Wolf, who said he is a cousin of Barack Obama, wasted no time telling an audience of about 40 Monday evening at the Franklin County Republican Central Committee, he does not share the U.S. president’s policymaking beliefs.
“There’s not a thing he has done that I agree with, except maybe one. ... He said I was a nice guy, and I can agree with that,” Wolf said to audience laughter.
Wolf outlined his reasons for running against U.S. Sen. Pat Roberts, R-Kan, his main objectives if elected to office and answered audience members’ questions Monday night at the Church of the Nazarene, Seventh and South Elm streets, Ottawa.
He started the evening with a brief promotional video, explaining his rural roots and childhood in Lyons.
Wolf grew up in a farming family, he said, and has been a Republican all his life.
“I, for one, believe in the Lord our God, my firearm of choice is the Ruger SR-556, and I have hatred toward no man, only toward bad government that destroys our freedom and our future,” he said.
Wolf adamantly opposed the Affordable Care Act, or Obamacare, saying, if elected, it would be his No. 1 priority to get his own health strategies on the table, which he would be releasing in detail later this week, he said.
Wolf, who practices diagnostic radiology in the Kansas City area, called his plan “Patient Care,” and said it would be based on insurance portability, health savings accounts and lawsuit reform, all centering on what’s best for the patient.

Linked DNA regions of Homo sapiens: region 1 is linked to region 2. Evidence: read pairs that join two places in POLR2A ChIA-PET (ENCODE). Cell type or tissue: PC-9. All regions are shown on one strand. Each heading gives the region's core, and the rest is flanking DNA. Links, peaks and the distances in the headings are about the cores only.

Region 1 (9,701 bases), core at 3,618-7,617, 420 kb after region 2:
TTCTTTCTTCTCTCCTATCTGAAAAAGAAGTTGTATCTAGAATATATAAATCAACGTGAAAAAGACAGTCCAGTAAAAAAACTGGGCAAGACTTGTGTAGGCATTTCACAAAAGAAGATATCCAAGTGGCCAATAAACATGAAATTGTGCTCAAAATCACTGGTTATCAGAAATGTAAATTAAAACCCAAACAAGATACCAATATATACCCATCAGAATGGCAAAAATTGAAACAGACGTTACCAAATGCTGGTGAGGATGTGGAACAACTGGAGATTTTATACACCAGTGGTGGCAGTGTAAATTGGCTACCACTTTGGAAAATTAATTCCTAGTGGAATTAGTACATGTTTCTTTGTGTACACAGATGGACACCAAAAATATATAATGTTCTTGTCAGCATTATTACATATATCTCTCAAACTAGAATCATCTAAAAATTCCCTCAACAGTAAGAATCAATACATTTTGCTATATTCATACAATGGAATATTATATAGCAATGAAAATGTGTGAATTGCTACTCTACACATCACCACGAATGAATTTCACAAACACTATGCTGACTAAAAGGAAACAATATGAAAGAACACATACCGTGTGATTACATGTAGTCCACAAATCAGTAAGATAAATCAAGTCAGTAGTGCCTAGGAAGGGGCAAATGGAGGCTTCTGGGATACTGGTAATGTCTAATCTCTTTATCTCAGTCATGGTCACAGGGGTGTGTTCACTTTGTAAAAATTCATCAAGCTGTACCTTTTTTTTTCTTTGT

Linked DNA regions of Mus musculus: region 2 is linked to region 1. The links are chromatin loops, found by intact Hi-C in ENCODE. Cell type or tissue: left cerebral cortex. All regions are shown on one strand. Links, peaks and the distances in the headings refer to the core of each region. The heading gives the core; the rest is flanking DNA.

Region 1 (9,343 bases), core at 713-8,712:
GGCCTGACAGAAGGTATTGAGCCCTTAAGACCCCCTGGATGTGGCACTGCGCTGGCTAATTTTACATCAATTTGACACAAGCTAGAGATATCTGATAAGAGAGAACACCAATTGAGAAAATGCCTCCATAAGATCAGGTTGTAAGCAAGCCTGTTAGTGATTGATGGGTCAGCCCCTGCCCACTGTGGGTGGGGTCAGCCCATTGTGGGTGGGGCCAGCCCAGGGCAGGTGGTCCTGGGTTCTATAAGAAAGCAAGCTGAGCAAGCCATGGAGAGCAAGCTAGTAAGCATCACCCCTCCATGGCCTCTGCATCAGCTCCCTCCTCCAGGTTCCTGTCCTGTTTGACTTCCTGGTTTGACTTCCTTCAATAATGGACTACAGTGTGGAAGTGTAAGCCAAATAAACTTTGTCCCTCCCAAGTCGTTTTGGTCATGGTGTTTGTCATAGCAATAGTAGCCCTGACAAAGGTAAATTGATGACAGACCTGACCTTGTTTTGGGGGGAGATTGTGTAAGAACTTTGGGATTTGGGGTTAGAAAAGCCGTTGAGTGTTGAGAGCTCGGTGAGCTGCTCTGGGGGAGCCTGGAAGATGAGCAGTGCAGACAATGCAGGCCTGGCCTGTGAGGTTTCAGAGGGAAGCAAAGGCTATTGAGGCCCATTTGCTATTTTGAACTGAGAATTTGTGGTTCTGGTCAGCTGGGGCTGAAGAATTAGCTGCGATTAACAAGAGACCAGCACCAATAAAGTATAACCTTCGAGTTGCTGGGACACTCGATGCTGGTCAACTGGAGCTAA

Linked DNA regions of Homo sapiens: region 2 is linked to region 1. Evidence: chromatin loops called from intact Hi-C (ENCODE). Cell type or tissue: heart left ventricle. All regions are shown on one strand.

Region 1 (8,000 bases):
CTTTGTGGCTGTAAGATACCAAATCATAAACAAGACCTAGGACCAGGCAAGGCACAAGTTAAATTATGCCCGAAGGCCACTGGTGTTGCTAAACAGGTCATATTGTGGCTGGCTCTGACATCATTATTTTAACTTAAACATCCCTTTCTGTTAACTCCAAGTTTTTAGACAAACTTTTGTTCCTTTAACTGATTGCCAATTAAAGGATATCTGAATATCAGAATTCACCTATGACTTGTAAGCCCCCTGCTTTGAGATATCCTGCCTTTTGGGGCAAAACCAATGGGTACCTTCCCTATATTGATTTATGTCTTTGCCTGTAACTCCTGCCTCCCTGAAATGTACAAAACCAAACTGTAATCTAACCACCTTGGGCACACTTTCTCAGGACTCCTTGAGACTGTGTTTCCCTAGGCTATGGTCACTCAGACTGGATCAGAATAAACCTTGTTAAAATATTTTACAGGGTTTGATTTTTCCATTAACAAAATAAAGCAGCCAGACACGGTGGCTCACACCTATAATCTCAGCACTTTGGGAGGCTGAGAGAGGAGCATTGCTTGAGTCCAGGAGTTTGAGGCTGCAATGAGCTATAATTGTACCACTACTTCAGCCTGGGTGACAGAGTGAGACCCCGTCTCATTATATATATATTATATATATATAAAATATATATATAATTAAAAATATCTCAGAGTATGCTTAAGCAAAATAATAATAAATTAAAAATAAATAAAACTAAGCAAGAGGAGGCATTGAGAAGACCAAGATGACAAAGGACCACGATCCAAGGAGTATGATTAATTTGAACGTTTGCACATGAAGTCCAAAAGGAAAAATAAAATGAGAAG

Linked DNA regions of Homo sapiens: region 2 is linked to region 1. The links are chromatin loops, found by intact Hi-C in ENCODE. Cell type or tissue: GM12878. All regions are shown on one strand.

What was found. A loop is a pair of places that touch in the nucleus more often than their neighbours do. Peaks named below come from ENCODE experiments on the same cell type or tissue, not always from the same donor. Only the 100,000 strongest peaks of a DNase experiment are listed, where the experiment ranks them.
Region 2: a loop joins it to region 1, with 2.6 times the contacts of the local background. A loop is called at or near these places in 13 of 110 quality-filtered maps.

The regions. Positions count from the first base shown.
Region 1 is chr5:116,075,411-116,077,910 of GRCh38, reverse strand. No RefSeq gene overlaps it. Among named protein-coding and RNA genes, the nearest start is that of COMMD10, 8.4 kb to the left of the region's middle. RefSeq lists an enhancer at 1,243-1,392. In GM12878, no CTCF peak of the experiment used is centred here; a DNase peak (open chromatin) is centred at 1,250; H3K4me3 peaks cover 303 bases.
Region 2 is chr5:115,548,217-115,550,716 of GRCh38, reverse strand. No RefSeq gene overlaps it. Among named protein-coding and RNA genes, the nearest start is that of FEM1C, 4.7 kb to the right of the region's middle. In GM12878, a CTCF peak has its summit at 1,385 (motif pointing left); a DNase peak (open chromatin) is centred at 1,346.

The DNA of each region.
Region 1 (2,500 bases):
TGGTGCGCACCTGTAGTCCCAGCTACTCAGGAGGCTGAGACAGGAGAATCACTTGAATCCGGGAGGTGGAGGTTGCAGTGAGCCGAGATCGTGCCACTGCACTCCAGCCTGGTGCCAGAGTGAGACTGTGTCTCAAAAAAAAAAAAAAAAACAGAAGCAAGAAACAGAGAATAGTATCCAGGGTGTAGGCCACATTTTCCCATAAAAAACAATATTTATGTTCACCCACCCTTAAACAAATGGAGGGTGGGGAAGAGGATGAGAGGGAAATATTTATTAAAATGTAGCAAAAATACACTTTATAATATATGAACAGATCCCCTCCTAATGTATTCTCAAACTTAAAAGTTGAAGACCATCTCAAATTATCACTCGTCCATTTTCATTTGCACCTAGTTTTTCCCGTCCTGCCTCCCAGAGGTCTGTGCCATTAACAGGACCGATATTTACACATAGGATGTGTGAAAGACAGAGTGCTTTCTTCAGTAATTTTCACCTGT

He said he also believes in Second Amendment rights, that life begins at conception and that all able-bodied individuals should work.
“I think everyone who can work, should, and everyone else should get off their sofa, they should hang up their free Obama phone, and they should get a job,” he said.
The three senators he admires, he said, are U.S. Sens. Ted Cruz, R-Texas, Mike Lee, R-Utah, and Rand Paul, R-Kentucky.
“When I go to Washington, I’m going to stand with them,” Wolf said.
Wolf who called himself a “Constitutional Conservative,” also said he wanted tax reform and tax neutrality, as well as federal spending reigned in, calling it “not just a spending crisis. That’s a moral crisis.”
Regarding his bid to unseat Roberts, Wolf said he has voted for the longtime senator just about every time he could and respected the man, albeit acknowledging votes he disagreed with, but Roberts’ 47 years of service is long enough as a Washington politician.
“That’s longer than I’ve been alive,” he said. “I’d like to give Sen. Roberts the retirement I think he has earned.”
Wolf vowed if elected, he would not serve more than two terms in the U.S. Senate.
“When my mission is complete, I will come home and practice medicine again,” he said.